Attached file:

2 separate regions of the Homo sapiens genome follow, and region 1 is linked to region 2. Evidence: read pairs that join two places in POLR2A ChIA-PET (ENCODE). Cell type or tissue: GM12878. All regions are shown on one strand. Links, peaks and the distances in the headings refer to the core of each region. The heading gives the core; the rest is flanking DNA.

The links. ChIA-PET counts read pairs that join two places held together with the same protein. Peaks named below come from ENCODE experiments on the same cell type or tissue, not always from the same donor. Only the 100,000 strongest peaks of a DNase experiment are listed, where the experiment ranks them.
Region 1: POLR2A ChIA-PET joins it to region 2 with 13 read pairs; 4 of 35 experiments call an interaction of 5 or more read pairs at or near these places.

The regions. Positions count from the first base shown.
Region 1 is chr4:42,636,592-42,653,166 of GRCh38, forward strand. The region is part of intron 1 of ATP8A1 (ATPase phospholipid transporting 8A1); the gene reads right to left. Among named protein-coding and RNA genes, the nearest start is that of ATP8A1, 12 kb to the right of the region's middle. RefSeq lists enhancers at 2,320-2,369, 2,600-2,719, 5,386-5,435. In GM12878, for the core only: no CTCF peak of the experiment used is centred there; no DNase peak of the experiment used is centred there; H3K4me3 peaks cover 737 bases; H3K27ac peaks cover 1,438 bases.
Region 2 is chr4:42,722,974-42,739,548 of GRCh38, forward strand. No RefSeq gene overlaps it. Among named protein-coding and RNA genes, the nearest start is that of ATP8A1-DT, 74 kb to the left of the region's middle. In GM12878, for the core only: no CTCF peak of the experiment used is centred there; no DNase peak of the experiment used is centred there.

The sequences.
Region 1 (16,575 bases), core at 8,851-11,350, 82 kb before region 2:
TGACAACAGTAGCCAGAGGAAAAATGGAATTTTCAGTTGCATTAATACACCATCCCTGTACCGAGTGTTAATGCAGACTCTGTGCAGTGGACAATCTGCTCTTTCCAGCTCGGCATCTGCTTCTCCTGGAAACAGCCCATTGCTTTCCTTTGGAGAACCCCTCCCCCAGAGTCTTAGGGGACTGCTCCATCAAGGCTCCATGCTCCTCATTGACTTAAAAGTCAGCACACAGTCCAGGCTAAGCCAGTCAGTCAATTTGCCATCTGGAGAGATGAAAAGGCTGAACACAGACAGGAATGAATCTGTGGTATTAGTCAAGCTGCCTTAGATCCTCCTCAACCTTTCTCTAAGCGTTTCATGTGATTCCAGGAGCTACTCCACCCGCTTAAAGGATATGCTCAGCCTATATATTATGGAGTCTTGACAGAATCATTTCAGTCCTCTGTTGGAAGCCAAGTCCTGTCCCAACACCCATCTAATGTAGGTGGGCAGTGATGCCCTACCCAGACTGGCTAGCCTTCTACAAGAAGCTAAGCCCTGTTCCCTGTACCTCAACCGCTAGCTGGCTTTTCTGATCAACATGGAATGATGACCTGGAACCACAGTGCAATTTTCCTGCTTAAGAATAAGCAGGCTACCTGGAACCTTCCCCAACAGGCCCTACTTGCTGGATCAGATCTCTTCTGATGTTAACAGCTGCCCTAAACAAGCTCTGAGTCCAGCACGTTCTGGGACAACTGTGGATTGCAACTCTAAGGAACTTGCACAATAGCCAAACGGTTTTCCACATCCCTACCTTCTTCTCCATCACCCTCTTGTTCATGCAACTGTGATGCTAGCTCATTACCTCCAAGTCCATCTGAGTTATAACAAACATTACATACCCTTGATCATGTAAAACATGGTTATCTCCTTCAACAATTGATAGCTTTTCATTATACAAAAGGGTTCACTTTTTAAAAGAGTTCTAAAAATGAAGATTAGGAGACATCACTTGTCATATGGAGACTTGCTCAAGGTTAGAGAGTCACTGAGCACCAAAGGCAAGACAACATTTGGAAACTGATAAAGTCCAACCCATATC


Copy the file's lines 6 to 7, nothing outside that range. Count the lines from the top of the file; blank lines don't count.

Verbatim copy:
Region 2 is chr4:42,722,974-42,739,548 of GRCh38, forward strand. No RefSeq gene overlaps it. Among named protein-coding and RNA genes, the nearest start is that of ATP8A1-DT, 74 kb to the left of the region's middle. In GM12878, for the core only: no CTCF peak of the experiment used is centred there; no DNase peak of the experiment used is centred there.

The sequences.